Title: “Fractals, Recursion, Paradoxes, and Applications”
Humans are capable of designing the most amazing objects and pieces of engineering using rather simple (and often boring) lines, curves, and, for the most part, regular geometrical shapes. These shapes, however, are rarely useful in describing objects and phenomena that are ubiquitous in nature such as plants, clouds, snowflakes, or turbulent flows. Fractals and their mathematical properties allow us to model, reproduce, and understand these objects that surround us. In this talk, we will explore some of the properties of fractals, how to generate them, some mathematical ideas they illustrate, and discover how they show up where we least expect them in our daily lives.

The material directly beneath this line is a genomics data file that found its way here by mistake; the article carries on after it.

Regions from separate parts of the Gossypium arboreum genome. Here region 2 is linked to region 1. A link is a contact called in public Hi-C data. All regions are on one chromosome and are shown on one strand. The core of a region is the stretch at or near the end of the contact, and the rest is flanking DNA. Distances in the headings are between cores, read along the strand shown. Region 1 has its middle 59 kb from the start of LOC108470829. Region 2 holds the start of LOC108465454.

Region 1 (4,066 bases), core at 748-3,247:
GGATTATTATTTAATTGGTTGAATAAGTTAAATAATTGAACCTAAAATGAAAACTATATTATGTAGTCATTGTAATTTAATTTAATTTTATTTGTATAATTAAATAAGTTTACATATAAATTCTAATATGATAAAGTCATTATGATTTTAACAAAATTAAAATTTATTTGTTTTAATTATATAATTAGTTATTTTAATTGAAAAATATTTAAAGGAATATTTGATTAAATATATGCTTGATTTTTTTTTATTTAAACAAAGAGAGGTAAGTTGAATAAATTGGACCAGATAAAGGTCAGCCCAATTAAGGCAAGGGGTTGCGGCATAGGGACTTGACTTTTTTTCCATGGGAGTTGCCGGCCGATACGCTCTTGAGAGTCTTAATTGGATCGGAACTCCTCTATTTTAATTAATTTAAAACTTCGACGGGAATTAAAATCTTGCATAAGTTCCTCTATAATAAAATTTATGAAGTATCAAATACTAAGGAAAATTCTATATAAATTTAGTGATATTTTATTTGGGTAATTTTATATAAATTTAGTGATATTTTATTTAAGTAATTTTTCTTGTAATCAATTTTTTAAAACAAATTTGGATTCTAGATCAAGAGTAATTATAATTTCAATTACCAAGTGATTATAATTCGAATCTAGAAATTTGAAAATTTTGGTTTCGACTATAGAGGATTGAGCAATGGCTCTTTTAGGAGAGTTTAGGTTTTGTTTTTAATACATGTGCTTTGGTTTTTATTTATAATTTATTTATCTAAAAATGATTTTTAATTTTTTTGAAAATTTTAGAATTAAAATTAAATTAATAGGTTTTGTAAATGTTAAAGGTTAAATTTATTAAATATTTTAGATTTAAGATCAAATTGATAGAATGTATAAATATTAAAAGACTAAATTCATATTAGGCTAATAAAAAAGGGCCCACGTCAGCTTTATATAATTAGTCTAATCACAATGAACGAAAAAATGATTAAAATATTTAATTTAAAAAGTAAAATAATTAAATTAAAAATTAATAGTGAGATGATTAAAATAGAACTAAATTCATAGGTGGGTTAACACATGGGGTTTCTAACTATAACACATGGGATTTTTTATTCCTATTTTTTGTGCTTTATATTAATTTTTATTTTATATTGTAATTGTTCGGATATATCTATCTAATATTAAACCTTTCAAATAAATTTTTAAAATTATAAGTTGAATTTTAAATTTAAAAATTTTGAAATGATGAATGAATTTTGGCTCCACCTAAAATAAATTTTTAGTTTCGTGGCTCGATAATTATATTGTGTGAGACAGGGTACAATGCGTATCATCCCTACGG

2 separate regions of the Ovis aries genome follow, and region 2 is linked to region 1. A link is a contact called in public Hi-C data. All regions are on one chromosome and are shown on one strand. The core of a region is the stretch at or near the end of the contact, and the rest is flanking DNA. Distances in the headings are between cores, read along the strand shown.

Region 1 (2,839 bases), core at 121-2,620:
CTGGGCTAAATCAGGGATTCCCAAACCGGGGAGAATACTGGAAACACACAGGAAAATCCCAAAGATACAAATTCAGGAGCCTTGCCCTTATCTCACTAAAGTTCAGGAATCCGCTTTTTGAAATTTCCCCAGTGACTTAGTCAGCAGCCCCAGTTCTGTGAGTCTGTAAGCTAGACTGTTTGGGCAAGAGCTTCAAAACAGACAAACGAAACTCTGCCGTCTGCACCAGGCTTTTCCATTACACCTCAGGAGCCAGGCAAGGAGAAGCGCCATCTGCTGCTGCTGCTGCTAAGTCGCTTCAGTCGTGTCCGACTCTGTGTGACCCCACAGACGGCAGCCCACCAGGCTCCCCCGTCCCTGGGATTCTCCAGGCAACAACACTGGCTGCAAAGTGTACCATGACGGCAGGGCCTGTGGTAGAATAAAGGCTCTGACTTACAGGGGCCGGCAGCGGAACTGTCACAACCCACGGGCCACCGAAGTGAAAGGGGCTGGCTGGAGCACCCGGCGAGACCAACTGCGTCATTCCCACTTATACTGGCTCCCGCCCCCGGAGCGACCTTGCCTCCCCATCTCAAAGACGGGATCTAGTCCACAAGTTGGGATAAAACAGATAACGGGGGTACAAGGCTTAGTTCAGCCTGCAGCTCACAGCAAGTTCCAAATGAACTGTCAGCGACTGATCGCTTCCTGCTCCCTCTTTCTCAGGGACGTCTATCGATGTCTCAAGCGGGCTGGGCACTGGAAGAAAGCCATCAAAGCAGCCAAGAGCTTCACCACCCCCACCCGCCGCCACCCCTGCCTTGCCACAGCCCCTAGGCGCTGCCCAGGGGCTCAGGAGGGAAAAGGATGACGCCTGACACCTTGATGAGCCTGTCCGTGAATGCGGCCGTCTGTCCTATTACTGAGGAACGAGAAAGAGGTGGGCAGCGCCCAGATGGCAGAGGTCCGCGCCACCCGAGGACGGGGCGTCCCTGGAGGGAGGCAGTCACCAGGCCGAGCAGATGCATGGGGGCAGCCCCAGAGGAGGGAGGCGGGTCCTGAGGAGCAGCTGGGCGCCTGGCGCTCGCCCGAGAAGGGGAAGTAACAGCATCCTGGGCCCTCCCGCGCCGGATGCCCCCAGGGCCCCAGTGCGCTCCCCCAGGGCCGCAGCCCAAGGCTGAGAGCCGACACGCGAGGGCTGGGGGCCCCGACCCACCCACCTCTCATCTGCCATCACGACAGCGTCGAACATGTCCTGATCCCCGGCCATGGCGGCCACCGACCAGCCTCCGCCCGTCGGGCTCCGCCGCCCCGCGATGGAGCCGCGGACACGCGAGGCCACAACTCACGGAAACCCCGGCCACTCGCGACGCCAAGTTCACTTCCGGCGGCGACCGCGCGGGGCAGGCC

Jorge Balbás grew up in Madrid, Spain. He moved to the US in 1992 for professional flight training. While working as a commercial pilot and flight instructor in Southern California, he enrolled in Mt. San Antonio College and later transferred to UCLA, where he obtained a Bachelor’s and a Master’s degree in Applied Mathematics at in 2000, and a PhD in Mathematics in 2004. He spent the next three years at the University of Michigan in Ann Arbor as a post-doc, and returned to Southern California in 2007 to join the mathematics department at California State University, Northridge, where he is currently an Associate Professor. Balbás’ is currently serving as Associate Director at the Institute for Pure and Applied Mathematics (IPAM at UCLA). His research is in Scientific Computing and Numerical Analysis. His work focuses in the development of numerical methods for solving PDEs and the simulation of physical phenomena such as astrophysical flows (e.g., MHD) and shallow-water flows along channels. He also has an interest in image processing and heuristic optimization algorithms for scheduling and timetabling problems.